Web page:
10th Annual Accountability Courts Conference

Registration is now open for the 10th annual Georgia Accountability Courts Conference, to be held Sept. 14-18, 2014, at the Renaissance Waverly Atlanta Hotel. This year’s theme is “Different Paths, One Goal. A Decade of Reform, Restoration and Results.” Organized by the Judicial Council of Georgia’s Accountability Court Committee, this year’s conference will emphasize treatment, best practices and standards for accountability courts. On-line registration and speaker information is available at http://tinyurl.com/2014ACConference.

altMore than 900 attendees are expected, according to Lateefah Thomas, Program Manager of the Office of Accountability Courts & Grants Management. “The conference brings in national and local subject matter experts to speak on accountability court issues.  It’s designed to allow attendees to share ideas and information, and build relationships,” Thomas said. “Our 10th anniversary presents a unique opportunity to recognize some of the wonderful people who began this work, as well as those who are now improving the lives of others through our accountability courts.”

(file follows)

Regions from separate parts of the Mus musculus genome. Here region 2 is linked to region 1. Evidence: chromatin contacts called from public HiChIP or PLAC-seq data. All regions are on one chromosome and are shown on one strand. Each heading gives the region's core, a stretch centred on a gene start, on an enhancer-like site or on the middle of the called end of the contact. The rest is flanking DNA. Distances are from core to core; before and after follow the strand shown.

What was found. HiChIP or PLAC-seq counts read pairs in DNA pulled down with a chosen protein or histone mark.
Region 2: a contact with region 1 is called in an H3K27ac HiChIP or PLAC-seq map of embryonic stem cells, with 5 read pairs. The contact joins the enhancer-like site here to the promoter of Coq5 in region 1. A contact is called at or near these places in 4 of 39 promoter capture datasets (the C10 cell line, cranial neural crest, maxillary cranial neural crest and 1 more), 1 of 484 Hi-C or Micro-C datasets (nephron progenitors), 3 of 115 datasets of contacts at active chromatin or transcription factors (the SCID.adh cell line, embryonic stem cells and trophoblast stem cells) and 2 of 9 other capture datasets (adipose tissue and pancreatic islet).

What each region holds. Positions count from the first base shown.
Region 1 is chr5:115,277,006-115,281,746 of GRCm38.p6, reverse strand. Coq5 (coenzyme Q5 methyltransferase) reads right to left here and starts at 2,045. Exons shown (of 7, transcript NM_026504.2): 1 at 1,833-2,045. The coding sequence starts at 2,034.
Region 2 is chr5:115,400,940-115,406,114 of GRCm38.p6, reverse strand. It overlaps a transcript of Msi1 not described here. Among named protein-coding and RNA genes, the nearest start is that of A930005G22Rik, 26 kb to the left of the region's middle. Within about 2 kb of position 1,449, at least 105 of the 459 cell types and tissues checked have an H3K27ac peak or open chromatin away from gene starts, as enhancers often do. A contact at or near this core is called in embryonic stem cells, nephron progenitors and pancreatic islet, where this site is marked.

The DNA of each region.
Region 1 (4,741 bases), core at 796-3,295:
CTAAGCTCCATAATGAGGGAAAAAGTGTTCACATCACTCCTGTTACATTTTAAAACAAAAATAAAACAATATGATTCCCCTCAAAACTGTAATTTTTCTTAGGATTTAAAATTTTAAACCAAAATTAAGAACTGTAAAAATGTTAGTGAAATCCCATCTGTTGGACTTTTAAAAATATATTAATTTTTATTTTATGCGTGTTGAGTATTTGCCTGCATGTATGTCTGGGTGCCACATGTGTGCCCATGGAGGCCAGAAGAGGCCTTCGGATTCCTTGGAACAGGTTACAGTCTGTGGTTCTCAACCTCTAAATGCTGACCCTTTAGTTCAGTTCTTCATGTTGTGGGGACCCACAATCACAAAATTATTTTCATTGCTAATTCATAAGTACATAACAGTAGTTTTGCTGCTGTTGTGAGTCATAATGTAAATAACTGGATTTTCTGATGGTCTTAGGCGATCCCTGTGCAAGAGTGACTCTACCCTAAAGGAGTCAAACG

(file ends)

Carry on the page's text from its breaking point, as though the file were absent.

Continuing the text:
Georgia currently has more than 130 accountability courts, with more in the planning stage. These courts include drug, DUI, mental health, family dependency, juvenile, child support, veterans’ treatment, and other specialty courts. The annual conference provides training and collaboration for judges, court administrators, prosecutors, public defenders, child welfare staff, treatment providers, law enforcement, and other professionals.
 
As accountability courts become increasingly common, it is imperative that criminal defense attorneys become familiar with their programs as an option for their clients, just as attorneys are familiar with other aspects of sentencing, says Chief Judge Brenda Weaver, Superior Court, Appalachian Judicial Circuit, and Chair of the Judicial Council Accountability Court Committee. “Both criminal defense attorneys and prosecutors need to learn about addiction and its effects, so they can better recommend and predict which defendants will be best served by these courts.”
 
Judge Weaver currently presides in the adult drug court and the veterans’ court in the Appalachian circuit, and previously presided in its mental health court. “Other than adoptions, the most rewarding part of my job is presiding in an accountability court,” she said. “The members of my accountability court team are really making a difference in the lives of participants and their family members, while making our community safer than before.” 

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